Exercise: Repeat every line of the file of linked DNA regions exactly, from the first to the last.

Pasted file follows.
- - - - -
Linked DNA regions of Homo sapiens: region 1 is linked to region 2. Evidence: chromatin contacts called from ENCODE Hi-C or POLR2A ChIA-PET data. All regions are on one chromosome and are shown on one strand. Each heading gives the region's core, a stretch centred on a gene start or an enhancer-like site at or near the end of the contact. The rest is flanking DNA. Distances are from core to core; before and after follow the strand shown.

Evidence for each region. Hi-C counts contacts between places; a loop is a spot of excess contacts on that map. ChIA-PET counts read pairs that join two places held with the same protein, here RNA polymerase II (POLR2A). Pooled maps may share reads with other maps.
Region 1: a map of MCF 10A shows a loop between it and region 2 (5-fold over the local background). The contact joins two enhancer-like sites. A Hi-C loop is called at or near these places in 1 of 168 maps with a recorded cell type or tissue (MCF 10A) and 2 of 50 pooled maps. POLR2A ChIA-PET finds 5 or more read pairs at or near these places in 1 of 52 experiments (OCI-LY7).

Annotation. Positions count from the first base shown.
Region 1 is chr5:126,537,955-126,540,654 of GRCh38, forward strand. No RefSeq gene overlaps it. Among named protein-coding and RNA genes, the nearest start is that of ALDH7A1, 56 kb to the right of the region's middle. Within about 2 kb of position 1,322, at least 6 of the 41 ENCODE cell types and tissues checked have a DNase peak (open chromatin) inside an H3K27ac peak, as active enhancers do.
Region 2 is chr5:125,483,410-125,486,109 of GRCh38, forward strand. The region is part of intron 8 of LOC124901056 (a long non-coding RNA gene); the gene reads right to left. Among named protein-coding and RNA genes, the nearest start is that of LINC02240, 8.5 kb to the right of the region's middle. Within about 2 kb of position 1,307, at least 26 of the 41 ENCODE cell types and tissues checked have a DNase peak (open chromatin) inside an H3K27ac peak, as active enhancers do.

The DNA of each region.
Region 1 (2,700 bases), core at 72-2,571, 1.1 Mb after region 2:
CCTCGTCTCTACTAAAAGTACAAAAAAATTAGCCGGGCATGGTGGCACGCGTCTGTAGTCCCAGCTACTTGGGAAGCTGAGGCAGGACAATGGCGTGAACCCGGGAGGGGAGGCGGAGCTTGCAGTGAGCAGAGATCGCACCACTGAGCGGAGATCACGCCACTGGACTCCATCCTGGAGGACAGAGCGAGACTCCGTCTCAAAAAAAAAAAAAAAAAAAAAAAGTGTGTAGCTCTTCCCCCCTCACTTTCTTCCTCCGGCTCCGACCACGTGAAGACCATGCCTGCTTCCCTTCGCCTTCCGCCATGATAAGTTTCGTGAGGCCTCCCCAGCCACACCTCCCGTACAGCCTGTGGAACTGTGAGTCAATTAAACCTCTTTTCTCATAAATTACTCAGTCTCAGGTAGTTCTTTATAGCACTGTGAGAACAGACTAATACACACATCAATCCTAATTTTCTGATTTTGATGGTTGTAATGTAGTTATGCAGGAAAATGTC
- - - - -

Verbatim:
Linked DNA regions of Homo sapiens: region 1 is linked to region 2. Evidence: chromatin contacts called from ENCODE Hi-C or POLR2A ChIA-PET data. All regions are on one chromosome and are shown on one strand. Each heading gives the region's core, a stretch centred on a gene start or an enhancer-like site at or near the end of the contact. The rest is flanking DNA. Distances are from core to core; before and after follow the strand shown.

Evidence for each region. Hi-C counts contacts between places; a loop is a spot of excess contacts on that map. ChIA-PET counts read pairs that join two places held with the same protein, here RNA polymerase II (POLR2A). Pooled maps may share reads with other maps.
Region 1: a map of MCF 10A shows a loop between it and region 2 (5-fold over the local background). The contact joins two enhancer-like sites. A Hi-C loop is called at or near these places in 1 of 168 maps with a recorded cell type or tissue (MCF 10A) and 2 of 50 pooled maps. POLR2A ChIA-PET finds 5 or more read pairs at or near these places in 1 of 52 experiments (OCI-LY7).

Annotation. Positions count from the first base shown.
Region 1 is chr5:126,537,955-126,540,654 of GRCh38, forward strand. No RefSeq gene overlaps it. Among named protein-coding and RNA genes, the nearest start is that of ALDH7A1, 56 kb to the right of the region's middle. Within about 2 kb of position 1,322, at least 6 of the 41 ENCODE cell types and tissues checked have a DNase peak (open chromatin) inside an H3K27ac peak, as active enhancers do.
Region 2 is chr5:125,483,410-125,486,109 of GRCh38, forward strand. The region is part of intron 8 of LOC124901056 (a long non-coding RNA gene); the gene reads right to left. Among named protein-coding and RNA genes, the nearest start is that of LINC02240, 8.5 kb to the right of the region's middle. Within about 2 kb of position 1,307, at least 26 of the 41 ENCODE cell types and tissues checked have a DNase peak (open chromatin) inside an H3K27ac peak, as active enhancers do.

The DNA of each region.
Region 1 (2,700 bases), core at 72-2,571, 1.1 Mb after region 2:
CCTCGTCTCTACTAAAAGTACAAAAAAATTAGCCGGGCATGGTGGCACGCGTCTGTAGTCCCAGCTACTTGGGAAGCTGAGGCAGGACAATGGCGTGAACCCGGGAGGGGAGGCGGAGCTTGCAGTGAGCAGAGATCGCACCACTGAGCGGAGATCACGCCACTGGACTCCATCCTGGAGGACAGAGCGAGACTCCGTCTCAAAAAAAAAAAAAAAAAAAAAAAGTGTGTAGCTCTTCCCCCCTCACTTTCTTCCTCCGGCTCCGACCACGTGAAGACCATGCCTGCTTCCCTTCGCCTTCCGCCATGATAAGTTTCGTGAGGCCTCCCCAGCCACACCTCCCGTACAGCCTGTGGAACTGTGAGTCAATTAAACCTCTTTTCTCATAAATTACTCAGTCTCAGGTAGTTCTTTATAGCACTGTGAGAACAGACTAATACACACATCAATCCTAATTTTCTGATTTTGATGGTTGTAATGTAGTTATGCAGGAAAATGTC